Sunday, December 16, 2012

Big data Sentiment analysis

A lot of people who are currently working on, or thinking about, big data do directly start talking about how they can implement a certain things. How much data you will have to store and how much data you will have to process to find meaning in big data. A lot of people start talking about how they will need to store things, how they will need to build implementations of Hadoop and the Hadoop Distributed File System to be able to cope with the load of data.

I recently had a discussion with a couple of people and we where thinking about the fact if we could dynamically route taxis in a city based upon big-data and social media feeds you could receive from the internet. The second thing we where discussing was if we could measure the satisfaction of the user by linking his tweets back to the trip he just made in the taxi.

It is true that for receiving and processing the data coming in which needs processing and finally will result in routing taxi's will be enormous. Secondly it is true that you will need a lot of computing power and yes you will most likely need Hadoop like solutions for processing this. However there is a much more subtle part to this what a lot of people are overlooking.

Finding the need for routing one or more taxi's to a part of the city where we expect to be able to find a lot of customers based upon social media and historical data is challenging however there is an ever bigger and even more challenging part and that is in they end. That is the part we brought in while discussing if we could measure if the customer was happy by the things he published on social media just after he made use of the taxi.

Lets say we know a person called Tim entered a taxi and he is having the twitter account @TimTheTaxiCustomer. He is picked up and is dropped of during rushhour a couple of blocks away from his original location. We are monitoring the twitter feed from Tim and now he is sending a tweet with the following text:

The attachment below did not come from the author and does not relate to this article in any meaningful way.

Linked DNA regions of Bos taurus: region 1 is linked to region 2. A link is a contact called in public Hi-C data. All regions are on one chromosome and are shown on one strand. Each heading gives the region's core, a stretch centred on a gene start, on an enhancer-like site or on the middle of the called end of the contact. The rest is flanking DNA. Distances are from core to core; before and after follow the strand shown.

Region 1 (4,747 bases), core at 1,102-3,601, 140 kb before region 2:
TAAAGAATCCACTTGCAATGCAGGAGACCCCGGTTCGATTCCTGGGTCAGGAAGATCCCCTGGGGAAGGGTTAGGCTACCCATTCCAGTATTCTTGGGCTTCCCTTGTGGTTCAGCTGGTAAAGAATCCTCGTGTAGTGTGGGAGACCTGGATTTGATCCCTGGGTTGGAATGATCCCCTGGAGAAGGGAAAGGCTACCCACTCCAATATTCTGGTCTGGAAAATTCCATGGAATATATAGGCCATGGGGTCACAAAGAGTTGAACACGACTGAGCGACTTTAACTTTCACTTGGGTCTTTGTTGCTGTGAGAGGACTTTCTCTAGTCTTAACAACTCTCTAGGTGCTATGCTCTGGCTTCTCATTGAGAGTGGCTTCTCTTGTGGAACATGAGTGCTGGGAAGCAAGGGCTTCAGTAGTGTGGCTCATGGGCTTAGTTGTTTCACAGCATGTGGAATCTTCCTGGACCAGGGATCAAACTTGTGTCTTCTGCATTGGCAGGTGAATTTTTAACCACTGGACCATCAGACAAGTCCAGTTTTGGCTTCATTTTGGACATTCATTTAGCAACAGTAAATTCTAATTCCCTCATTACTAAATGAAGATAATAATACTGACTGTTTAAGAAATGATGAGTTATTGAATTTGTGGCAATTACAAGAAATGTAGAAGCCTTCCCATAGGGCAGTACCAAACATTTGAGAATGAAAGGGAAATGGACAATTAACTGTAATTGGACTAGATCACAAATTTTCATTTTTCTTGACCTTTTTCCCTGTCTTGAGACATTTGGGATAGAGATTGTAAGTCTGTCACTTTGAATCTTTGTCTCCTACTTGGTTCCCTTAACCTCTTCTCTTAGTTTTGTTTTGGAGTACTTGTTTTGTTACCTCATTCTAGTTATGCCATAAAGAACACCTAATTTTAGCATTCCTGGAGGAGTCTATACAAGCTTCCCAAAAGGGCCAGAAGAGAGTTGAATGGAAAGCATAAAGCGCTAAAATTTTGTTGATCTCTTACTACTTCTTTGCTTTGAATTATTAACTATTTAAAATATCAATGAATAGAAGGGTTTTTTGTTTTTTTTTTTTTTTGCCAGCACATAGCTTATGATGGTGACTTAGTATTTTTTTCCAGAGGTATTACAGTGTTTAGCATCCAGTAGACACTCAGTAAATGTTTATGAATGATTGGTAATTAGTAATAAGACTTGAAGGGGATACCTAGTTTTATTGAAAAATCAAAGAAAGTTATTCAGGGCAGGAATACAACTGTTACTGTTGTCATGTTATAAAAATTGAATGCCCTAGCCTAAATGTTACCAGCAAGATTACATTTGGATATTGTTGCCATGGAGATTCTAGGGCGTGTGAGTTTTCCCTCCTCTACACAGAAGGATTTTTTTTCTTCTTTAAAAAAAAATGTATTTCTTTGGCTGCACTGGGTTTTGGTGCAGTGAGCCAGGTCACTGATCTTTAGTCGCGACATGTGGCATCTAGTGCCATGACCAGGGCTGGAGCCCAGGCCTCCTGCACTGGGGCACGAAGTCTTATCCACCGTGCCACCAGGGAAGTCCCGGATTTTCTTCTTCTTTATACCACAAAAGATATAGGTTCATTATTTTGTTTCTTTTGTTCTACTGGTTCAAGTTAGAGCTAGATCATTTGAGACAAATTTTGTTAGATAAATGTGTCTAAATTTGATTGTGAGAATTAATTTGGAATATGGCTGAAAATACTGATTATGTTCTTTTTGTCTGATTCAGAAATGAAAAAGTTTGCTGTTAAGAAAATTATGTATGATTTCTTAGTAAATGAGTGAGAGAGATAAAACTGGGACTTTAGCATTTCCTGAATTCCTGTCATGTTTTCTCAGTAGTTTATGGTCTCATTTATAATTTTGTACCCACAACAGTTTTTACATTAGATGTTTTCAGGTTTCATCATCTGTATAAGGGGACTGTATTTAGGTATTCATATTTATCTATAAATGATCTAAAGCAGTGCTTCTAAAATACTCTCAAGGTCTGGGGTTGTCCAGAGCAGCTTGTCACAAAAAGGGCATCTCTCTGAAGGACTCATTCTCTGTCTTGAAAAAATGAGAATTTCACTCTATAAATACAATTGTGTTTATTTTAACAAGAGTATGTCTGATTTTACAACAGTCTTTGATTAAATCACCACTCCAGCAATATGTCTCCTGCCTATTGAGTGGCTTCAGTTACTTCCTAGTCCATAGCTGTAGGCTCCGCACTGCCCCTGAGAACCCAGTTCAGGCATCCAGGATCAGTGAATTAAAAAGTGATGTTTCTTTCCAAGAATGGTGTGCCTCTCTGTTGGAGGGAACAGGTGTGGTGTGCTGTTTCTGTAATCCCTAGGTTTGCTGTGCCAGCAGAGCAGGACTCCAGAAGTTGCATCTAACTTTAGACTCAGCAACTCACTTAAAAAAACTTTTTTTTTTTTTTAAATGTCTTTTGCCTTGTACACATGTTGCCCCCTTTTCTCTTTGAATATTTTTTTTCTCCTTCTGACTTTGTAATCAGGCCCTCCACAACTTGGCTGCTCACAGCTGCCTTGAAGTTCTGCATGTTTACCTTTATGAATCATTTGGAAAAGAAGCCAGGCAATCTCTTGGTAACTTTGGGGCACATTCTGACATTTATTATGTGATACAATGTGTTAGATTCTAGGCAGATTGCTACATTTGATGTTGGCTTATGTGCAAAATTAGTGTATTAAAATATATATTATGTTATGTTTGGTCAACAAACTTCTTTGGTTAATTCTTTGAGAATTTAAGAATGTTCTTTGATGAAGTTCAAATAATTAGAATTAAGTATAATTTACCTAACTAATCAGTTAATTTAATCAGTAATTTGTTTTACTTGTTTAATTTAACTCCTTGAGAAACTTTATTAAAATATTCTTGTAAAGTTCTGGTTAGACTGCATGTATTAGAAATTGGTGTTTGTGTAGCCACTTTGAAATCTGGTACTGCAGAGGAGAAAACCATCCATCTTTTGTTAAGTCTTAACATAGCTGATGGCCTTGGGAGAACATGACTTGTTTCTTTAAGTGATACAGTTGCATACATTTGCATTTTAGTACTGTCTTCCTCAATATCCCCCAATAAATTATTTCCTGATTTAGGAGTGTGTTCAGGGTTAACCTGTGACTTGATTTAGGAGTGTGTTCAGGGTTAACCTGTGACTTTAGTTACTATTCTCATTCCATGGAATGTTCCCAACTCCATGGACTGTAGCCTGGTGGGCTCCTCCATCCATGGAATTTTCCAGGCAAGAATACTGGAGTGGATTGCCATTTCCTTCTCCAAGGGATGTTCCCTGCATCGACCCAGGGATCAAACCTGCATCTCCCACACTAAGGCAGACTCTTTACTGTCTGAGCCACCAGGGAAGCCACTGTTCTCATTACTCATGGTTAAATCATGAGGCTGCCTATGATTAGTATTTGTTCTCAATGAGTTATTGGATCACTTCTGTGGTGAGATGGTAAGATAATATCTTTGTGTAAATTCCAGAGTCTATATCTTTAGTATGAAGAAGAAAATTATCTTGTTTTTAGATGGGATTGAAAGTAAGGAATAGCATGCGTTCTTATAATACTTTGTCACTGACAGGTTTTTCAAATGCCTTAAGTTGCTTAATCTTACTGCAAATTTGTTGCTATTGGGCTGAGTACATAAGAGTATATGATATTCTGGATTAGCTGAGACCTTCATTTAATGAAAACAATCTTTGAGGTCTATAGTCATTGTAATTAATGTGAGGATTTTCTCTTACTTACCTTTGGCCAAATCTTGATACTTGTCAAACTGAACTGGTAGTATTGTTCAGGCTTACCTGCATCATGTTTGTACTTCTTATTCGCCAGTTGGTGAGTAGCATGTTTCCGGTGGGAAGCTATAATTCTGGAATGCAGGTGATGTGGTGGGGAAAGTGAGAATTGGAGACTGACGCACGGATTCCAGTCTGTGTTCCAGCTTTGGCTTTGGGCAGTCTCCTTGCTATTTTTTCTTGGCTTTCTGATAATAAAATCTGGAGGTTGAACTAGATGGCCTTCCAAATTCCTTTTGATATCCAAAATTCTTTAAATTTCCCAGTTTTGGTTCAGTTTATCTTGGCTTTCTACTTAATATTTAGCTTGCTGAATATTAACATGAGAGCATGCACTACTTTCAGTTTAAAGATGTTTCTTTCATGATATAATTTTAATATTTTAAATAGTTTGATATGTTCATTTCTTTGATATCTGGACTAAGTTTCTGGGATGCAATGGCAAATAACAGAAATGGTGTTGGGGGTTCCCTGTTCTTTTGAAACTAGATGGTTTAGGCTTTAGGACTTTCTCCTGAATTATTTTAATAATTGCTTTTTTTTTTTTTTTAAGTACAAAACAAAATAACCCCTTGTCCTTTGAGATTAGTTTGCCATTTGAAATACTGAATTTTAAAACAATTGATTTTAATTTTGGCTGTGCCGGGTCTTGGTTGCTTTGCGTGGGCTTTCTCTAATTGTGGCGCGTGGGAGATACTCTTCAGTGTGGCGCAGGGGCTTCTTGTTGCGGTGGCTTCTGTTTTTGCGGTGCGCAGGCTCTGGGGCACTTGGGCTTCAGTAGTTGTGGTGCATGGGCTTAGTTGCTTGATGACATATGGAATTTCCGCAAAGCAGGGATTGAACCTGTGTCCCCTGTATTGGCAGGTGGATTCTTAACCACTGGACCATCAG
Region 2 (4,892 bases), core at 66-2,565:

"made it to my meeting, wonder what would happen if I had taken the subway"

He also had possibly could send out a tweet with;

"Made it to my meeting, never had this when is used the subway"

Looking at those text for a human it is, with some luck, possible to find out what Tim is meaning and if he is happy with the service. You will have to have some skills however we can conclude that with the first tweet he is somewhat jokingly referring to the subway and insinuating that he would have never made it with the subway. Meaning good service from the taxi company. The second tweet is however indicating that he had never experienced this with the subway which could mean that he had to run to make it to his meeting. 

This process is even for humans complex from time to time and is very driven by local slang, local ways of saying things and culture influences. Having a human however read all the messages of all our potential taxi customers is not feasible due to the amount of messages that need to checked and the speed they are produced by. To be able to cope with the load we will need an algorithm to check the messages and to enable the algorithm to keep up with the pace of messages generate we will have to run this on a cluster which makes use of massive parallel computing.

Creating a algorithm capable of understanding human emotions is the field of sentiment alnalysis.
"Sentiment analysis or opinion mining refers to the application of natural language processing, computational linguistics, and text analytics to identify and extract subjective information in source materials.Generally speaking, sentiment analysis aims to determine the attitude of a speaker or a writer with respect to some topic or the overall contextual polarity of a document. The attitude may be his or her judgment or evaluation (see appraisal theory), affective state (that is to say, the emotional state of the author when writing), or the intended emotional communication (that is to say, the emotional effect the author wishes to have on the reader)."

In the below video Michael Karasick is toutching this subject in quite a good way in his IBM research lab video;

IBM Research - Almaden Vice President and Director Michael Karasick presents a brief overview of "Managing Uncertain Data at Scale." Part of the 2012 IBM Research Global Technology Outlook, this topic focuses on the Volume, Velocity, Variety and Veracity of data, and how to harness and draw insights from it.

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